Gone South - Robert R. McCammon

I have a new favorite Robert McCammon novel. I didn’t know if anything could ever usurp Mystery Walk or Mine, but here we are. Gone South is a glorious, countrified character study; on display is one of McCammon’s most enthralling plots set against the swamps of Louisiana.


If I may humble brag for a moment, I am going to a McCammon reading/signing on Tuesday and will certainly take my first edition of this book for him to autograph. And I suspect I will be rereading it often — how could I not? A Vietnam vet’s life has crumbled to pieces, and he’s lost almost everything . . . except his will. After killing a banker in defense, he’s on the run from a couple of bounty hunters (a man with three arms and an Elvis Presley impersonator . . . trust me, it works) and in tow is a girl desperately searching for a miracle in the heart of the Bayou. McCammon’s characters are always well rounded and developed, but these folks are special. I feel McCammon created the characters first and worked from there. The result is a thrilling ride filled to the brim with people the reader can care deeply about.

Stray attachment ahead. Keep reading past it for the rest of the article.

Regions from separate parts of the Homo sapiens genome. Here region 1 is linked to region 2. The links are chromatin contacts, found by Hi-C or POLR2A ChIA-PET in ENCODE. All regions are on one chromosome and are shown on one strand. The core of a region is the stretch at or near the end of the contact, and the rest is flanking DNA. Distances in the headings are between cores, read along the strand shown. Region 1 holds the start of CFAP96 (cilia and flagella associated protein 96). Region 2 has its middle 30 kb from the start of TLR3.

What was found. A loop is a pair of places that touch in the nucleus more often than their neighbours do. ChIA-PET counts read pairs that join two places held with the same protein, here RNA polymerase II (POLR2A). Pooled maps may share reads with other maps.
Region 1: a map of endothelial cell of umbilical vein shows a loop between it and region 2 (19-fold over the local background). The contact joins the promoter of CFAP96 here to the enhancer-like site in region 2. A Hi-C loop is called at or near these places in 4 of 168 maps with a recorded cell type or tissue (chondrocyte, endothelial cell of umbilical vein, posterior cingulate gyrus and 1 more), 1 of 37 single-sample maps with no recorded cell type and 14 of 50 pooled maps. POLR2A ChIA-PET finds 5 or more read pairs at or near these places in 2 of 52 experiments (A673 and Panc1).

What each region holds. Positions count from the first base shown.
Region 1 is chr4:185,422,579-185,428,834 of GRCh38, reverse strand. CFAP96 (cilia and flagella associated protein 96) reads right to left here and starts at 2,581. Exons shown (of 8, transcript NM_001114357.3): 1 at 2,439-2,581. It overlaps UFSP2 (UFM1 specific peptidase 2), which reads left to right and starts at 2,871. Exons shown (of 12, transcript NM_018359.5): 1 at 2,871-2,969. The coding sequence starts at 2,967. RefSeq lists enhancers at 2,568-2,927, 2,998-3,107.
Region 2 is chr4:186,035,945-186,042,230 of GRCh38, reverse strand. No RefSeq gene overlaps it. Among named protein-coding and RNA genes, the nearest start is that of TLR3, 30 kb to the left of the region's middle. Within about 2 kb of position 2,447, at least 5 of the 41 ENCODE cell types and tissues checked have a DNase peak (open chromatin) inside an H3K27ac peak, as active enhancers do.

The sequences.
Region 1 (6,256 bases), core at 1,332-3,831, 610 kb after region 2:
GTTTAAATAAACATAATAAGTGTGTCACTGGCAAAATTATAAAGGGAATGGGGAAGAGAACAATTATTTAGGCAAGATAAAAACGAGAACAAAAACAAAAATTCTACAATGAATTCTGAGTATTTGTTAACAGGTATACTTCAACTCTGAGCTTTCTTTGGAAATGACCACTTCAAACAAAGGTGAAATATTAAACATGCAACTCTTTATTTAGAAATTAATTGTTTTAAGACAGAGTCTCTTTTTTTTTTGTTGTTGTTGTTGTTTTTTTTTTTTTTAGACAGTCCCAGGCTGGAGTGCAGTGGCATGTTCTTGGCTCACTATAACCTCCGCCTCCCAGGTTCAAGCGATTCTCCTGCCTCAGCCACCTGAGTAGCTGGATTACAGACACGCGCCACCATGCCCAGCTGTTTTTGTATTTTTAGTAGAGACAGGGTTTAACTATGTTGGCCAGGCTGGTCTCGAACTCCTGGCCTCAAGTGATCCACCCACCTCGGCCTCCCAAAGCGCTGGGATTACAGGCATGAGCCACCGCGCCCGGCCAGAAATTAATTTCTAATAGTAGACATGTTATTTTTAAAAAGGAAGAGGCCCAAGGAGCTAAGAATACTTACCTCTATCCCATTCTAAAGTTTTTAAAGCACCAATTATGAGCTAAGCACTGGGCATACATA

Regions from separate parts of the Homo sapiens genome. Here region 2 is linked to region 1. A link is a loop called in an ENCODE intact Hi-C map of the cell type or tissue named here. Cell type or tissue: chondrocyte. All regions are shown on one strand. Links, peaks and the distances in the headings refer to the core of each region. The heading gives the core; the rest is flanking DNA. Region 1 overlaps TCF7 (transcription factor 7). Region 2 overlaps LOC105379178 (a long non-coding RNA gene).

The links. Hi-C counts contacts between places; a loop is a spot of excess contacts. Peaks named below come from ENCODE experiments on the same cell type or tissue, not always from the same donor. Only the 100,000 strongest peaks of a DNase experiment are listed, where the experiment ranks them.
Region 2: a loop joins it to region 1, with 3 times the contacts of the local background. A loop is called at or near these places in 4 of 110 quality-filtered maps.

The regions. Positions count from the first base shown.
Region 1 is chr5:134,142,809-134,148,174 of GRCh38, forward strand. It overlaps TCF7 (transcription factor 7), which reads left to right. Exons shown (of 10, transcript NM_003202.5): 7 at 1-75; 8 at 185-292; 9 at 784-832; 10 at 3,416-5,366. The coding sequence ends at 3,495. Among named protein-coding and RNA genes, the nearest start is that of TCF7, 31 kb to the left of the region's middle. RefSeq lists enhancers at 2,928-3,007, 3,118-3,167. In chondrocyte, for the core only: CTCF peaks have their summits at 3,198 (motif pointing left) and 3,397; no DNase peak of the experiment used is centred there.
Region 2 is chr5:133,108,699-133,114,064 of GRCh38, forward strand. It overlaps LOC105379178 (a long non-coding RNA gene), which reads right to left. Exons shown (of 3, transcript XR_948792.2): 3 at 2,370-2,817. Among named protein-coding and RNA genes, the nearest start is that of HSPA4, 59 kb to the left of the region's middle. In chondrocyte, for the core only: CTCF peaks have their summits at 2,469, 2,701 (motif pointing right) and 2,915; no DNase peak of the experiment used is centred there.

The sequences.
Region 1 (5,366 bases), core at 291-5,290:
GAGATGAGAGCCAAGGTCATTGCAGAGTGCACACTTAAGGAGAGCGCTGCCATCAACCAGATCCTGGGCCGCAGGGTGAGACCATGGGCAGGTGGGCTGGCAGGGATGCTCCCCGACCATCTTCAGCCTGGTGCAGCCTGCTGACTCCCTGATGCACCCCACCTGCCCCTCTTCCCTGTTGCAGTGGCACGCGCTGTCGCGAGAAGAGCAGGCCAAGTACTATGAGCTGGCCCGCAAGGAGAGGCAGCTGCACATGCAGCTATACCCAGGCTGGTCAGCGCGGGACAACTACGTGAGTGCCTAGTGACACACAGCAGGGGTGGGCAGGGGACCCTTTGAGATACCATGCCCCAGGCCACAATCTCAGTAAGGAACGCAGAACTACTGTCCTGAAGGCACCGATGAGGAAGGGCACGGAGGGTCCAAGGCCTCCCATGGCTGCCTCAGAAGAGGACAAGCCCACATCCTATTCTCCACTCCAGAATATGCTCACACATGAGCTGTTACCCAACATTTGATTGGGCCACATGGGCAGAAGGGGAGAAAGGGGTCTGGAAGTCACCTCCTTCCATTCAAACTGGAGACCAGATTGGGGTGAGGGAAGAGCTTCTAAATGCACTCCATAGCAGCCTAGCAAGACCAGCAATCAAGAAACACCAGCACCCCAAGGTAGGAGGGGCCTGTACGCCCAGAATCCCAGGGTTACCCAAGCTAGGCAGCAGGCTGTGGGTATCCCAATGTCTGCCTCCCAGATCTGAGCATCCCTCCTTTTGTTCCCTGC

Every Robert McCammon novel is an underrated masterpiece. This one especially. McCammon doesn’t get the attention he deserves, never has. Though this isn’t the horror or historical fiction he is known for, certainly check this out if you’re up for a boat ride through the swamps in search of redemption. But be careful of alligators.

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The Chalk Man - C.J. Tudor

I finished this book, but it was a mighty effort. The story and characters in and of themselves aren’t bad, in a vacuum — the plot is serviceable and the lead protagonists are fine. The writing is boring, without flair, pedestrian . . . but this is a debut novel. I didn’t expect this to be perfect.